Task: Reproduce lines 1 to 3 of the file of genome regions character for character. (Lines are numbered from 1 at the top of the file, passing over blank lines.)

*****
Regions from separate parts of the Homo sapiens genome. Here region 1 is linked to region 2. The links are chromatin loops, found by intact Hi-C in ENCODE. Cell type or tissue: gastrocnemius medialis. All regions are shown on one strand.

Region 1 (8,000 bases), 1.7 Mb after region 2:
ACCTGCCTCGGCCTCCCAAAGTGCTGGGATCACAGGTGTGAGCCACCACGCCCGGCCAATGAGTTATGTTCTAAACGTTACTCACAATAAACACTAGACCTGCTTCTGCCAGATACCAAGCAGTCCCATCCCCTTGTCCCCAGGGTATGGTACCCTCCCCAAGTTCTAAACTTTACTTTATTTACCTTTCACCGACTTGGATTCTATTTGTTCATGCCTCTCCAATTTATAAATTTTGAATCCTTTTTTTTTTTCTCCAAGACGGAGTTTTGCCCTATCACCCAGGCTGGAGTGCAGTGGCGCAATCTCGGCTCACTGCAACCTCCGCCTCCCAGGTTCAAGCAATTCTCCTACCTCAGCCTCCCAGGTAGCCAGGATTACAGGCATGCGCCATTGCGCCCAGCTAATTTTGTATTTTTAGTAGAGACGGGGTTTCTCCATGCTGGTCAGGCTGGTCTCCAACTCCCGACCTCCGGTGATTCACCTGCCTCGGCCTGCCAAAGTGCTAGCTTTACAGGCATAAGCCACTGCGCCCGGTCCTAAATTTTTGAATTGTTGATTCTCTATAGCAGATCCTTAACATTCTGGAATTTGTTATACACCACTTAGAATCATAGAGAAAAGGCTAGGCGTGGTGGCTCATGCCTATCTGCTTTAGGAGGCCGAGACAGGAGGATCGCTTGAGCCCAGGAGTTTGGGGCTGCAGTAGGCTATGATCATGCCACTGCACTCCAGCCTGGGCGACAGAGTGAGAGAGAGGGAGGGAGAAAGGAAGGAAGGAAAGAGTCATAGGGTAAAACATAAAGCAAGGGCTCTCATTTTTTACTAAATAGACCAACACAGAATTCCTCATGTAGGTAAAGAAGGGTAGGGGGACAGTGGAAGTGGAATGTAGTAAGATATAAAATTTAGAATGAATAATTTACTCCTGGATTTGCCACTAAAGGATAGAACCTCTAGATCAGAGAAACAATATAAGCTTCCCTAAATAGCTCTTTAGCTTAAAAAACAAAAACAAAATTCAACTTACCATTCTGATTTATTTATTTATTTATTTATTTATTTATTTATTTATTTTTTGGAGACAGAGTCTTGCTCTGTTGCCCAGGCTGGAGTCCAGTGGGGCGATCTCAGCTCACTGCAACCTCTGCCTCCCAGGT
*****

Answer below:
Regions from separate parts of the Homo sapiens genome. Here region 1 is linked to region 2. The links are chromatin loops, found by intact Hi-C in ENCODE. Cell type or tissue: gastrocnemius medialis. All regions are shown on one strand.

Region 1 (8,000 bases), 1.7 Mb after region 2:
ACCTGCCTCGGCCTCCCAAAGTGCTGGGATCACAGGTGTGAGCCACCACGCCCGGCCAATGAGTTATGTTCTAAACGTTACTCACAATAAACACTAGACCTGCTTCTGCCAGATACCAAGCAGTCCCATCCCCTTGTCCCCAGGGTATGGTACCCTCCCCAAGTTCTAAACTTTACTTTATTTACCTTTCACCGACTTGGATTCTATTTGTTCATGCCTCTCCAATTTATAAATTTTGAATCCTTTTTTTTTTTCTCCAAGACGGAGTTTTGCCCTATCACCCAGGCTGGAGTGCAGTGGCGCAATCTCGGCTCACTGCAACCTCCGCCTCCCAGGTTCAAGCAATTCTCCTACCTCAGCCTCCCAGGTAGCCAGGATTACAGGCATGCGCCATTGCGCCCAGCTAATTTTGTATTTTTAGTAGAGACGGGGTTTCTCCATGCTGGTCAGGCTGGTCTCCAACTCCCGACCTCCGGTGATTCACCTGCCTCGGCCTGCCAAAGTGCTAGCTTTACAGGCATAAGCCACTGCGCCCGGTCCTAAATTTTTGAATTGTTGATTCTCTATAGCAGATCCTTAACATTCTGGAATTTGTTATACACCACTTAGAATCATAGAGAAAAGGCTAGGCGTGGTGGCTCATGCCTATCTGCTTTAGGAGGCCGAGACAGGAGGATCGCTTGAGCCCAGGAGTTTGGGGCTGCAGTAGGCTATGATCATGCCACTGCACTCCAGCCTGGGCGACAGAGTGAGAGAGAGGGAGGGAGAAAGGAAGGAAGGAAAGAGTCATAGGGTAAAACATAAAGCAAGGGCTCTCATTTTTTACTAAATAGACCAACACAGAATTCCTCATGTAGGTAAAGAAGGGTAGGGGGACAGTGGAAGTGGAATGTAGTAAGATATAAAATTTAGAATGAATAATTTACTCCTGGATTTGCCACTAAAGGATAGAACCTCTAGATCAGAGAAACAATATAAGCTTCCCTAAATAGCTCTTTAGCTTAAAAAACAAAAACAAAATTCAACTTACCATTCTGATTTATTTATTTATTTATTTATTTATTTATTTATTTATTTTTTGGAGACAGAGTCTTGCTCTGTTGCCCAGGCTGGAGTCCAGTGGGGCGATCTCAGCTCACTGCAACCTCTGCCTCCCAGGT